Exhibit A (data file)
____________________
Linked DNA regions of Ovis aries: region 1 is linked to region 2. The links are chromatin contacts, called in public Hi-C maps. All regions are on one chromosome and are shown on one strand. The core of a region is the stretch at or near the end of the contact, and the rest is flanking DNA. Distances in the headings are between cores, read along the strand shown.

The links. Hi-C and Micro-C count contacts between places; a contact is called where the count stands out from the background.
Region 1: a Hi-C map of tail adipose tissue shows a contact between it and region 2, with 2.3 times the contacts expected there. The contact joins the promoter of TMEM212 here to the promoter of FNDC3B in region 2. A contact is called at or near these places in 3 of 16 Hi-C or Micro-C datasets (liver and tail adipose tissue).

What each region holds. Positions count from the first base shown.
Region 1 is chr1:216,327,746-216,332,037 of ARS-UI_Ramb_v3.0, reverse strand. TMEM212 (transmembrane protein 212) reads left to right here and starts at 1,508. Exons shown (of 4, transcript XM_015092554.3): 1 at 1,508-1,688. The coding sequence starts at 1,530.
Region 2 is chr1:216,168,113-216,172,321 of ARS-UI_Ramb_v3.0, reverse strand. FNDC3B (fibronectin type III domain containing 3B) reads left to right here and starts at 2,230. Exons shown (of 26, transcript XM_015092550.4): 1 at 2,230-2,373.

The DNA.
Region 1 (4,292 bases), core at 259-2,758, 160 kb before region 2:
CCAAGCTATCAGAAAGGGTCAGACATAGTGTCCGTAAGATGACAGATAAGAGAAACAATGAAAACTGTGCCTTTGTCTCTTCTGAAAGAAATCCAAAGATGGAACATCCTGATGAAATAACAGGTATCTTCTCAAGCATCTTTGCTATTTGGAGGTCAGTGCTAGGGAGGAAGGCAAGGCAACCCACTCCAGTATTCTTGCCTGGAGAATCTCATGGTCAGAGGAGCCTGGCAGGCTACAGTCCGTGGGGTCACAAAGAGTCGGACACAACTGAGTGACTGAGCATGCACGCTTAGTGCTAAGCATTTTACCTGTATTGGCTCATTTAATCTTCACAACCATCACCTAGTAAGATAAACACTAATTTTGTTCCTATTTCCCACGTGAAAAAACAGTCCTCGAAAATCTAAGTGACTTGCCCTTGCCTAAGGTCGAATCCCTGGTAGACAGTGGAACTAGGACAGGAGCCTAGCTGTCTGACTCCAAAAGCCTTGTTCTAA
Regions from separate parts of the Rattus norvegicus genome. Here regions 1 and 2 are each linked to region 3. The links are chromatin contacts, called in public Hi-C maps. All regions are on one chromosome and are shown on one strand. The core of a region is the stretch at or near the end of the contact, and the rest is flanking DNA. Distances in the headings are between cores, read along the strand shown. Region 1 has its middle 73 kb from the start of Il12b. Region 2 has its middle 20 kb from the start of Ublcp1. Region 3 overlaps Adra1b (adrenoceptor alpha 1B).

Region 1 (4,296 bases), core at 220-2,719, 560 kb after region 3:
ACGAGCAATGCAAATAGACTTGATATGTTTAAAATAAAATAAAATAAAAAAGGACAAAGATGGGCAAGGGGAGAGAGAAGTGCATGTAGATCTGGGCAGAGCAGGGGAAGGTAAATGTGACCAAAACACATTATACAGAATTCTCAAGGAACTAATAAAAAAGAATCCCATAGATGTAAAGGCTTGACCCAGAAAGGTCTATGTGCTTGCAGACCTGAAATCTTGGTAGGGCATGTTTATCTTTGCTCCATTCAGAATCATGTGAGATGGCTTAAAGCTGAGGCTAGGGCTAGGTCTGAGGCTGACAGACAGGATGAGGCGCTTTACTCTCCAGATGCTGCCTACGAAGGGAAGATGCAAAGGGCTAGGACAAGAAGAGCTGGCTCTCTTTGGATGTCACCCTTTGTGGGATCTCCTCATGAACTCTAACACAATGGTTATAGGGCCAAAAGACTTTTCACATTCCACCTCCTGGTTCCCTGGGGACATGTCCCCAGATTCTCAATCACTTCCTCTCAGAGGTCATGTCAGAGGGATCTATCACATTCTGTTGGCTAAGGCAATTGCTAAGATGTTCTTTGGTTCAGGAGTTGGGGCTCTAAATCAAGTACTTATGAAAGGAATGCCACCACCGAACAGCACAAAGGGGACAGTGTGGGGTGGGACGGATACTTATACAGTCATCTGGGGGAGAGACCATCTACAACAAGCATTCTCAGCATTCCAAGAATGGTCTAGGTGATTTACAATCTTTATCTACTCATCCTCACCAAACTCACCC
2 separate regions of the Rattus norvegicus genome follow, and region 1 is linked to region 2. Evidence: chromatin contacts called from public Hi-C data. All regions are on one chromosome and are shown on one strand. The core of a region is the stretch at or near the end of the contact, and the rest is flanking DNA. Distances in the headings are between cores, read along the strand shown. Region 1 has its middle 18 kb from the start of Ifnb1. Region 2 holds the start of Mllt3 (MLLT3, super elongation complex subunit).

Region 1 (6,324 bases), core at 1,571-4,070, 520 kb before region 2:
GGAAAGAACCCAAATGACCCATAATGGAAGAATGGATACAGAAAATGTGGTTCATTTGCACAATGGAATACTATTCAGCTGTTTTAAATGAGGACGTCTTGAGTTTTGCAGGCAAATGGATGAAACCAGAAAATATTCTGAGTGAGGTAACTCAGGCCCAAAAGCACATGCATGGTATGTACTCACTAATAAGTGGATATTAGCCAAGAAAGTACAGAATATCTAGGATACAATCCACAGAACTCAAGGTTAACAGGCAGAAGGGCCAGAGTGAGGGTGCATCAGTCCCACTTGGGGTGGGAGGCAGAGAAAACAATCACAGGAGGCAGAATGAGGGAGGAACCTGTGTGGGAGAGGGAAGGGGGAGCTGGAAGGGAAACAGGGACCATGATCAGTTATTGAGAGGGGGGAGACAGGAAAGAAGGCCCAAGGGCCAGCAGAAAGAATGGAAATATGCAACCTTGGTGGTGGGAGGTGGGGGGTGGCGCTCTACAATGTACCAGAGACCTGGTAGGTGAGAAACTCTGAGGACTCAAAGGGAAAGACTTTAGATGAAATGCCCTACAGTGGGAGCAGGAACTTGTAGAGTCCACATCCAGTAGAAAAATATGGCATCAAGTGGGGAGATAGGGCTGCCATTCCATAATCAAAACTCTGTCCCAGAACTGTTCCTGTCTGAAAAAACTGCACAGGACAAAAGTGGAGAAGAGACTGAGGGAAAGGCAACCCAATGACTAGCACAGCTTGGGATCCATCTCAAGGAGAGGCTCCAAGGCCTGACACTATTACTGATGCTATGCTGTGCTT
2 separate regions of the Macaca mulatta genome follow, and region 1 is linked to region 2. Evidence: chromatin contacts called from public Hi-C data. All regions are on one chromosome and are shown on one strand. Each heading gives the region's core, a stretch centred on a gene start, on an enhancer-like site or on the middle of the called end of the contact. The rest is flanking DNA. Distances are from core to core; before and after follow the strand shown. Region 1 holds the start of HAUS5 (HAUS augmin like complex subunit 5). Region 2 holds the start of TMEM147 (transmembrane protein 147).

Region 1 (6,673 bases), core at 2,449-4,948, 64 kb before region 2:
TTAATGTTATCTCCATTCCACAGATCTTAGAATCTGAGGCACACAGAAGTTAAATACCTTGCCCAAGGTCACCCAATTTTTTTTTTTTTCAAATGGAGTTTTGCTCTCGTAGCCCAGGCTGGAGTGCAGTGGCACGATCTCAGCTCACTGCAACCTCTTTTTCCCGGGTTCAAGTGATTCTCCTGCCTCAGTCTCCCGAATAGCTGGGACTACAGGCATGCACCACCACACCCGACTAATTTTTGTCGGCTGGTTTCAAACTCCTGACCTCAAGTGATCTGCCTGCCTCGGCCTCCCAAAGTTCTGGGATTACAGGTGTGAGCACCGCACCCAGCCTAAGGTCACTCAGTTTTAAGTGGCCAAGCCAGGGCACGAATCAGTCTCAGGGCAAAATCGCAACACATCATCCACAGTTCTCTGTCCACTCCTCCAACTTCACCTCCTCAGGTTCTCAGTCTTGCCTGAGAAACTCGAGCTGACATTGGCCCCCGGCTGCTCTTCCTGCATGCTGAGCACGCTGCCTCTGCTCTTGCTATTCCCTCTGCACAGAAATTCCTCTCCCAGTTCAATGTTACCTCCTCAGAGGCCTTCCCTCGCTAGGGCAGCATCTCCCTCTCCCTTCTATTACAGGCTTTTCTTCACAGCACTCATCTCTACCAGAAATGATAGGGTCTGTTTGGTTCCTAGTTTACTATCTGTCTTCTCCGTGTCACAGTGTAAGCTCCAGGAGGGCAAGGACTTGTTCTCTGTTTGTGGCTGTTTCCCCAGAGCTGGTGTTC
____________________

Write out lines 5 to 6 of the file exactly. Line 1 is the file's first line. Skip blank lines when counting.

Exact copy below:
Region 1 is chr1:216,327,746-216,332,037 of ARS-UI_Ramb_v3.0, reverse strand. TMEM212 (transmembrane protein 212) reads left to right here and starts at 1,508. Exons shown (of 4, transcript XM_015092554.3): 1 at 1,508-1,688. The coding sequence starts at 1,530.
Region 2 is chr1:216,168,113-216,172,321 of ARS-UI_Ramb_v3.0, reverse strand. FNDC3B (fibronectin type III domain containing 3B) reads left to right here and starts at 2,230. Exons shown (of 26, transcript XM_015092550.4): 1 at 2,230-2,373.